As companies increasingly incorporate hybrid work model within their operational strategies, demand for services offered by co-working firms has surged. Coworking companies which typically specialise in managing flexible workspaces say that much of the growth is being led by the IT/ITeS and BFSI (banking, financial services and insurance) sectors.

“We foresee this trend to continue. The pandemic has created a desire for asset-light models which enable adaptability. Since the lockdown, we have seen a 10% increase in our enterprise portfolio, bringing the total to over 60% enterprise members across India,” says Karan Virwani, CEO at WeWork India

In a departure from the past when large enterprises usually had one consolidated office in a particular location, corporates are now looking to establish a distributed work model wherein the idea is to set up four to five office spaces within a specific city. Such a model helps in accessing talent and supporting business continuity in case of lockdowns which are largely localised in nature, explains Neetish Sarda, founder at Smartworks.

“Companies do not want to bear the hassle of running multiple offices and that is why they are signing up for co-working spaces,” Sarda. For Smartworks, the IT sector forms about 55% of its clientele. Sarda says that the IT industry also covers as much as 60% of India’s real estate portfolio.

Opting for coworking spaces, some of which have centres in non-metros also allows companies the convenience of providing a work set up to employees who have migrated to their hometowns amid the pandemic. Almost 60% of the workforce from the top seven cities has gone back to their native places and potentially 10% of them will never get back to their original work stations, estimates Amit Ramani, founder & CEO at Awfis.

“Even within the core locations, wherever companies are getting opportunities to discontinue their conventional rental leases, they are doing so and setting up managed offices with the help of co-working firms,” says Ramani. Lock-in periods of rentals for conventional offices typically range between five to six years but coworking firms offer lower lock-in periods starting from 24 to 60 months, explains Ramani.

“Coworking industry is a way to go as many companies look for flexibility on investments in land and buildings, rental payments, and proximity to workspace for the employees,” says Gauravpreet Sethi, director, sales at 91springboard.

With demand shooting up, coworking players are lining up expansion plans. Smartworks is already venturing into tier two cities; the company will go live in Coimbatore, Kochi, Jaipur and Ahmedabad in the coming months. “We grew from around 2.8 to 3 million sq.ft. pre-Covid to about 5.4 million sq.ft. The target is to get to about 20 million sq.ft. in the next three years,” says Sarda. Awfis will add 100 new centres this year of which about 40 will go live in the next 90-100 days. The expansion will broaden its seat count to about 120,000 from the current 62,000 and cover new cities like Indore, Kochi, Nagpur and Lucknow. 91springboard has signed 3,000 new clients since the onset of the pandemic and plans to double its existing capacity over the next two years to cater to the growing demand. WeWork says that it has leased more than 1.7 million sq. ft. of office space to large enterprises and smaller firms last year including Tata Sky Broadband, Colliers India and global technology firm 3M.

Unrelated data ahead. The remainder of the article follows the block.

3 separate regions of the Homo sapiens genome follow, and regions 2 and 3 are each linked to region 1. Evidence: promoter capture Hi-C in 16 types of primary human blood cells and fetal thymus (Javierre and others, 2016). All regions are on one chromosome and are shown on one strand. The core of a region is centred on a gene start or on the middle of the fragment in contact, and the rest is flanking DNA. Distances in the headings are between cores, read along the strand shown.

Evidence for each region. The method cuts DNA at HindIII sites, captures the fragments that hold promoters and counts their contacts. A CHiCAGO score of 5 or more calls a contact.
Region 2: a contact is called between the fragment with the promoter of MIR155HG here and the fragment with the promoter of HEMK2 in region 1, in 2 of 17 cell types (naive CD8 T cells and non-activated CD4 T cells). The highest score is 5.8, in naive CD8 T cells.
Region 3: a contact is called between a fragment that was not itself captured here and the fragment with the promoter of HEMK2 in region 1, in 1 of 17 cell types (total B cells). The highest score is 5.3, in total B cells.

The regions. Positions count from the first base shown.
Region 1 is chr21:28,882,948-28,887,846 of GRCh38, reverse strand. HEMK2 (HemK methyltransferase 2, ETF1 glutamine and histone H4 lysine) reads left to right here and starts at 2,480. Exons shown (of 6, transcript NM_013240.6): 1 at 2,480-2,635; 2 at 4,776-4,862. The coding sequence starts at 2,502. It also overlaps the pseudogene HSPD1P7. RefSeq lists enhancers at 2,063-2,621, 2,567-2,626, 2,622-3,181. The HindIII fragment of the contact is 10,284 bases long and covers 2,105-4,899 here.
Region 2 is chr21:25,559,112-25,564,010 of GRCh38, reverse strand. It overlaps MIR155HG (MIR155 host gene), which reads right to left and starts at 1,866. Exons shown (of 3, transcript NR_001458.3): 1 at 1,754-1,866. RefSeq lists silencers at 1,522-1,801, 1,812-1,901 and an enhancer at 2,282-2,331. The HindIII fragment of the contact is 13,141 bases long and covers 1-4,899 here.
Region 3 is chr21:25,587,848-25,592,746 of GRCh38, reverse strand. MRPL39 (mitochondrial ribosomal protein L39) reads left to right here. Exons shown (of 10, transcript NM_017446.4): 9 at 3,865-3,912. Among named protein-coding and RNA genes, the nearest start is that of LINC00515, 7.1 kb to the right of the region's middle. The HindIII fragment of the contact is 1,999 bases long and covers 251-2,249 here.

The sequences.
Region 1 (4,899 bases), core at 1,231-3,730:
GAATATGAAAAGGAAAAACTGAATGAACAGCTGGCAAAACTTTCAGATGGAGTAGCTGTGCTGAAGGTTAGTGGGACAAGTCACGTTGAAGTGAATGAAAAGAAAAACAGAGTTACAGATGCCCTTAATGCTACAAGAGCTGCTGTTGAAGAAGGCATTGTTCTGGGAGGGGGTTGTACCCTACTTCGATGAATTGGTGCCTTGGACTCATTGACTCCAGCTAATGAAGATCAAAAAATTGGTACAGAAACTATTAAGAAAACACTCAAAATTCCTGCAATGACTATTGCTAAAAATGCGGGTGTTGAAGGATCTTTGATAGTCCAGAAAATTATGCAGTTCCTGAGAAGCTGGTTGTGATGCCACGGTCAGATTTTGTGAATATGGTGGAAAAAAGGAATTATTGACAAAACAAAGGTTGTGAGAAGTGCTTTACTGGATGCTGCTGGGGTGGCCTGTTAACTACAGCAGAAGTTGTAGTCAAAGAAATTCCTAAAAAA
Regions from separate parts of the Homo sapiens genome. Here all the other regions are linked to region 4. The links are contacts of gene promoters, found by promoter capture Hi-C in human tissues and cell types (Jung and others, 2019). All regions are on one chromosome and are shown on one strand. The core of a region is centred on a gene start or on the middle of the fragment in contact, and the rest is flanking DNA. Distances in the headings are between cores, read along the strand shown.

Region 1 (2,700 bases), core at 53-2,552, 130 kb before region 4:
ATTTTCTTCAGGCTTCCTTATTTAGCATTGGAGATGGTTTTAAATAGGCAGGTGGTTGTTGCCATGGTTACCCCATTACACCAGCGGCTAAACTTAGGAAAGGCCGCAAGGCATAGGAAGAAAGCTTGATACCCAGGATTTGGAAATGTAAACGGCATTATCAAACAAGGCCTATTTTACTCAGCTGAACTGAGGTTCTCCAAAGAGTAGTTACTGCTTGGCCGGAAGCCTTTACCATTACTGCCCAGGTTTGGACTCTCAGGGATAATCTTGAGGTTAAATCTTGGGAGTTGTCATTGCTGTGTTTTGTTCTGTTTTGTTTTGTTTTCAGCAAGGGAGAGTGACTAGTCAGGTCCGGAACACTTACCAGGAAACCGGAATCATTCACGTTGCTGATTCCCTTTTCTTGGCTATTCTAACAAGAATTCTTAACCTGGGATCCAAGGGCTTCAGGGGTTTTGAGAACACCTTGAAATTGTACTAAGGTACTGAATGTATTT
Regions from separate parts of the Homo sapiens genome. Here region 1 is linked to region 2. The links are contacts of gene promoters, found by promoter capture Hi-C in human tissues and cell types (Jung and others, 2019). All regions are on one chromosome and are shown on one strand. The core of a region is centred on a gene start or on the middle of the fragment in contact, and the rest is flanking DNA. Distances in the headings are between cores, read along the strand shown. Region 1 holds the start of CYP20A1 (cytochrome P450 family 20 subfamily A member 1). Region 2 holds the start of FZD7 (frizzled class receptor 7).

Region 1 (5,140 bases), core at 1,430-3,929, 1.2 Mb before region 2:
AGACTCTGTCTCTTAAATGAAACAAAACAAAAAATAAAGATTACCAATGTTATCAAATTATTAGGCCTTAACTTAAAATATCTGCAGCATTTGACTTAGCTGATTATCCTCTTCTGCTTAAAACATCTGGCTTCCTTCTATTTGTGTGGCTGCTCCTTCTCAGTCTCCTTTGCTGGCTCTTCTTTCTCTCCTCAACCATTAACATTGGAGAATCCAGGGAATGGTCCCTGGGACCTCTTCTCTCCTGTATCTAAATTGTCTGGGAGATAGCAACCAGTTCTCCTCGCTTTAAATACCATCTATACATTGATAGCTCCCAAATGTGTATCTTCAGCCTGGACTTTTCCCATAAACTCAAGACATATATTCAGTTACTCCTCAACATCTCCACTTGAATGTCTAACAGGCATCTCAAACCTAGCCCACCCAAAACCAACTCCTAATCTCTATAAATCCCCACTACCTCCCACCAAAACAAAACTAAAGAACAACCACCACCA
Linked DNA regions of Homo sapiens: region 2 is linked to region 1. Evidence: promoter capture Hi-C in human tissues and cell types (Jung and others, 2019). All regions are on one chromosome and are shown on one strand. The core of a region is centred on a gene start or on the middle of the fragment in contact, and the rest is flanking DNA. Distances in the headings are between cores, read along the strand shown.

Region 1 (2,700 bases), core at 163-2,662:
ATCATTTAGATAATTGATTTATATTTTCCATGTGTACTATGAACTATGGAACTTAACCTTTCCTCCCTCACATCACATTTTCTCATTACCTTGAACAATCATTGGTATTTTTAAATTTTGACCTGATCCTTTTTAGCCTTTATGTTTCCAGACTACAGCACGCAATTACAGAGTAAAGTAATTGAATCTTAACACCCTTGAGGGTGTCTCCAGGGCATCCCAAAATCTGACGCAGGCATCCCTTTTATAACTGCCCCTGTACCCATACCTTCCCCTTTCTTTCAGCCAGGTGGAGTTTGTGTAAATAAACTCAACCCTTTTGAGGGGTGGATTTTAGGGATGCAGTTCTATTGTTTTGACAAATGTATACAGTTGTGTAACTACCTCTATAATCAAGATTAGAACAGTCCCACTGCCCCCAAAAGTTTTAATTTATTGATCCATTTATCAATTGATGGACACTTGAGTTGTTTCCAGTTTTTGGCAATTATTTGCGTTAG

ABL Workspace that has so far been primarily operating out of Delhi-NCR with 2,500 seats is now targeting adding 15,000 seats across the country by March 2023. Mumbai, Pune, Bengaluru and Hyderabad are some of the major markets it is eyeing. Besides, the firm is keen on foraying into tier two and three cities given that tech companies have started booking space in smaller cities to save costs. “Coworking will be a good solution for such budgeted problems,” its founder and CEO Akshita Gupta tells Fortune India. It just closed a deal with Kotak Mahindra Bank too.

For Awfis, large enterprises now contribute almost 50% to its business compared to 25%-30% earlier. ABL Workspace has seen about 30%-40% growth. “Enterprise customers who were fence-sitters pre-Covid came in a big way,” says Ramani.

In an interaction with Fortune India earlier this week, CP Gurnani, CEO at Tech Mahindra, said that the company expects to utilise less than 50% of the firm’s office spaces in the coming months. “With flexible working that allows work from anywhere, my employees now have the choice to come to the office or choose their preferred location of work,” says Gurnani.

Follow us on Facebook, X, YouTube, Instagram and WhatsApp to never miss an update from Fortune India. To buy a copy, visit Amazon.